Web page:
In today's economy, it's important to improve Web-site performance without buying new and faster servers every other week. To meet this need, a number of companies have come out with Web acceleration appliances. One such company is Redline Networks, whose E|X3250 combines several technologies to produce considerable drops in response time to clients and in effective throughput as well. The E|X3250 does several things -- it compresses HTTP traffic, consolidates all TCP/IP sessions from any particular client into one session, and off-loads SSL processing from Web servers. The combined effects of these acceleration techniques can produce very large (over 20x) improvements.
The E|X3250 compresses HTTP traffic both by using HTTP 1.1-compliant compression, and by stripping comments and other useless code from data sent to a client. It also reduces the dozens or even hundreds of TCP sessions a single normal client might produce while Web browsing to a single session, reducing network traffic substantially. In our testing, these technologies produced improvements from two to 20 times on a stock single Web server, depending on the type of traffic tested and number of clients.
SSL processing can dramatically slow a server. Most servers without some type of SSL acceleration can only handle a couple of dozen SSL connections per second. The E|X3250 can process 800 SSL transactions per second, and in addition can transparently add SSL to an entire site without changing the code on the site, automatically rewriting HTTP requests to HTTPS. Including both the compression and session consolidation as well as the SSL acceleration, performance improvements could literally be hundredfold.
Setting up the appliance is a typical process, with initial configuration through a serial terminal for basic IP information, and the rest of the configuration done via browser, or telnet if desired. The E|X 3250 isn't installed as a router, but as a reverse proxy, so the network architecture needn't be changed. The Web site is assigned an IP address in the E|X 3250, and the DNS entry for the Web site is changed to that IP address.
Using the browser interface, completing the configuration is easy and nicely documented. Administrative tasks can be delegated, since the E|X 3250 supports several levels of user permissions.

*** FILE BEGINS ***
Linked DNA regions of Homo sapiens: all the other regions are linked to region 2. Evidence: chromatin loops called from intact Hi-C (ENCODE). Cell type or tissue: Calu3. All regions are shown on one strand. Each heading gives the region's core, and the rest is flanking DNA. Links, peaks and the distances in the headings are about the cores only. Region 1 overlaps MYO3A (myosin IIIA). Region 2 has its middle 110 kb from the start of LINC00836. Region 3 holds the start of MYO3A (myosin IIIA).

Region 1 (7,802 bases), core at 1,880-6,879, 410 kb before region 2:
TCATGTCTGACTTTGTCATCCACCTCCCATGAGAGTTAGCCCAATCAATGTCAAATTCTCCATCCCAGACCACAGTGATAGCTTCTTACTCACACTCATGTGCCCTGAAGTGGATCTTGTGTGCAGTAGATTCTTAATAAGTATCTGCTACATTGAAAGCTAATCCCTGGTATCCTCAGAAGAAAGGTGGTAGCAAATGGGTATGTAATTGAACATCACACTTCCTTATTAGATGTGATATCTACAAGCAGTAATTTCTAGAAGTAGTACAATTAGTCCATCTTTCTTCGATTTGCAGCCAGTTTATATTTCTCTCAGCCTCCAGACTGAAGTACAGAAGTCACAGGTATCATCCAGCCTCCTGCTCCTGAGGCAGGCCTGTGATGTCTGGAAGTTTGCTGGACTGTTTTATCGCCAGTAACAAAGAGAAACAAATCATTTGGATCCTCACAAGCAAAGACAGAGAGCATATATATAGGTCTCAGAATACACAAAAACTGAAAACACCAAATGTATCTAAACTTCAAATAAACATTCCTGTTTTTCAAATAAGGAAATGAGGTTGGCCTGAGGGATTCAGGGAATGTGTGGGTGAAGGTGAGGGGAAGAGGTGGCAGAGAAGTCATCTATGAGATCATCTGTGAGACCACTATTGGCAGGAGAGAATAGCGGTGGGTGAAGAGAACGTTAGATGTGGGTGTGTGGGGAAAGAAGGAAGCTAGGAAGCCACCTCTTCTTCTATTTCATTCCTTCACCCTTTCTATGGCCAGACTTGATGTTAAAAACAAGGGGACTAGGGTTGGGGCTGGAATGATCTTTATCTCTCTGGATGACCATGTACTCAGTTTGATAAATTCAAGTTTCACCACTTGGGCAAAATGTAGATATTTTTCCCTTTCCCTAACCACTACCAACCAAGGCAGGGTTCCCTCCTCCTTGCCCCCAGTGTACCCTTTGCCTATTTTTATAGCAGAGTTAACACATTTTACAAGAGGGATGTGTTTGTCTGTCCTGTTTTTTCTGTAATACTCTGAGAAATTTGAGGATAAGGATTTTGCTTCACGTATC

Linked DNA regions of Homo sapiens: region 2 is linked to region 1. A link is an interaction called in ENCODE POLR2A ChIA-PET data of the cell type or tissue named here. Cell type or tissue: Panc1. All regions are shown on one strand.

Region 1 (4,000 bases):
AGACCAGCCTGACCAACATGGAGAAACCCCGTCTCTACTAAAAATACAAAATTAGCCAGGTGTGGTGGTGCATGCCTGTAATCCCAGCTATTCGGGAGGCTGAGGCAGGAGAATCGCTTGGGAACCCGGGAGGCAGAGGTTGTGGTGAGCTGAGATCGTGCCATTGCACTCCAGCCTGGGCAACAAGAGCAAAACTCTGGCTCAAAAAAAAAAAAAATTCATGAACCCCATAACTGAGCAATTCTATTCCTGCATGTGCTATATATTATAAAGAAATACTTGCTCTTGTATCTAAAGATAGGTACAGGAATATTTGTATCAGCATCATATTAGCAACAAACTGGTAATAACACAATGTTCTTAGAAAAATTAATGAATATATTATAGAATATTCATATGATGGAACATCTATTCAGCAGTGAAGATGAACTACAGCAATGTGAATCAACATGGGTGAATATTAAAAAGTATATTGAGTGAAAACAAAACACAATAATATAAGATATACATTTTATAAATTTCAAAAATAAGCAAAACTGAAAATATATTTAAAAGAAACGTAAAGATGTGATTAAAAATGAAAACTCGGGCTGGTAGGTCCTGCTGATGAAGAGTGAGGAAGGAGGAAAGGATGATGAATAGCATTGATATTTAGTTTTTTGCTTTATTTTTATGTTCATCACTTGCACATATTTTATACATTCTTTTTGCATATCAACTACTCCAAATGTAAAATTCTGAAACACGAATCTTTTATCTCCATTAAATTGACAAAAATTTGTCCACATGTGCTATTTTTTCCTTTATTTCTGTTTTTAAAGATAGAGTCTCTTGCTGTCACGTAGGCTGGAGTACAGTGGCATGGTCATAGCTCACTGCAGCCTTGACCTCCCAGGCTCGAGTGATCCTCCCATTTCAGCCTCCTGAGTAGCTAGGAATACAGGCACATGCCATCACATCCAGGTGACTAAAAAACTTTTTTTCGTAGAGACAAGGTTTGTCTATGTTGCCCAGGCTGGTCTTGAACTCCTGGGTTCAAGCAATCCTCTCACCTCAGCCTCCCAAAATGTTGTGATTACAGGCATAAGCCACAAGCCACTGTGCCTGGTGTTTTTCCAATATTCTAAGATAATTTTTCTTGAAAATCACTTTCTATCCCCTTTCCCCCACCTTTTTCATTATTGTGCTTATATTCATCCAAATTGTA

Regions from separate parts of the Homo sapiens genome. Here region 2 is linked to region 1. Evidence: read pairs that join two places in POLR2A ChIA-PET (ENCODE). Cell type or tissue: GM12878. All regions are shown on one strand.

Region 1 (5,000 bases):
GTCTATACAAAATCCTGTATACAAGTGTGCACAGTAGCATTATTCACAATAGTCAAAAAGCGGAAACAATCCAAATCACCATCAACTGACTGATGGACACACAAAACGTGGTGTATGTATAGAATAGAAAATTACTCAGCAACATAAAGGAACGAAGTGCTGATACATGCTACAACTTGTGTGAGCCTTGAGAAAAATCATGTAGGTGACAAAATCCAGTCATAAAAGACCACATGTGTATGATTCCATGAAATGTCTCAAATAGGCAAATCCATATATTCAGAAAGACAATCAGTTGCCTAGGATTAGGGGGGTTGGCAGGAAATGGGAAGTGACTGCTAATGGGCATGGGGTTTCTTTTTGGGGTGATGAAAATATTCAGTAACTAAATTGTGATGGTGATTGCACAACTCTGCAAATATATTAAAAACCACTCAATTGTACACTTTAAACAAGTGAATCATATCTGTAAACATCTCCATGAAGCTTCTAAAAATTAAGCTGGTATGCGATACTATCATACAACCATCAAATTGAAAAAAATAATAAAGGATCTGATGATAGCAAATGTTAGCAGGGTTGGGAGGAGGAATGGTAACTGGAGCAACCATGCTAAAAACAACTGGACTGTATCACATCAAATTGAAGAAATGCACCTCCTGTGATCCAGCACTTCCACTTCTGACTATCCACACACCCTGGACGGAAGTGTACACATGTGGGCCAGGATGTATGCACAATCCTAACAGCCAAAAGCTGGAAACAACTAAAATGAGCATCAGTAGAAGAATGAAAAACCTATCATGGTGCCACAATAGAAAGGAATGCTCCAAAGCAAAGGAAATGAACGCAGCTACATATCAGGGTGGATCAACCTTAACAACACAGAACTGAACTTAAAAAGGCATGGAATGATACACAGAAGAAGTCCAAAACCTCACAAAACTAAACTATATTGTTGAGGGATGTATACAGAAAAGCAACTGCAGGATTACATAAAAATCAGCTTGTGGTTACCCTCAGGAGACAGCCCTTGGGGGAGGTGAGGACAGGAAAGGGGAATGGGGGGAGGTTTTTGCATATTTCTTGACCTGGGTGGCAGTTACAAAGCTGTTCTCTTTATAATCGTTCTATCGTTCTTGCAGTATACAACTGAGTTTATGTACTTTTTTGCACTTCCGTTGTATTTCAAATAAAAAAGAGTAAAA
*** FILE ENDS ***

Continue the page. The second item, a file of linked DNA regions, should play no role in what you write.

The E|X3250 also supports Windows NT LAN Manager (NTLM) authentication, can reject clients that don't have SSL certificates from a trusted authority, screens incoming requests for validity, can compress Web services traffic such as SOAP, and supports traffic reporting and alerts to notify administrators of overloads or other problems. It can even protect against some denial of service attacks such as SYN floods, by isolating connections for each user. It performs health checking of both servers and applications, and two devices can be configured in a failover mode for additional security.
The appliance supports 64 virtual IP addresses and up to 32 servers per virtual IP address and 50,000 simultaneous connections. It supports direct server return connections and persistent connections for e-commerce and similar applications, and does most of this automatically, with little configuration necessary.
Most Web sites will see dramatic improvements in response times -- in our testing the average response time was cut in half. Bandwidth utilization for a given number of clients also dropped substantially. This is somewhat traffic dependent -- for example streaming video sites will not see as much improvement, since HTTP compression isn't relevant. SSL acceleration and the Auto-SSL feature alone might be worth the $29,995 price tag to some organizations. Any Web site administrator with servers that are approaching peak loads on a regular basis should investigate the E|X3250. For administrators who don't need the Auto-SSL features, Redline Networks has less expensive accelerators that still provide the other benefits.
- Effective acceleration of most Web sites
- Auto-SSL enables SSL for a whole site without changing code
- Adds protection against HTTP hacking and denial of service attacks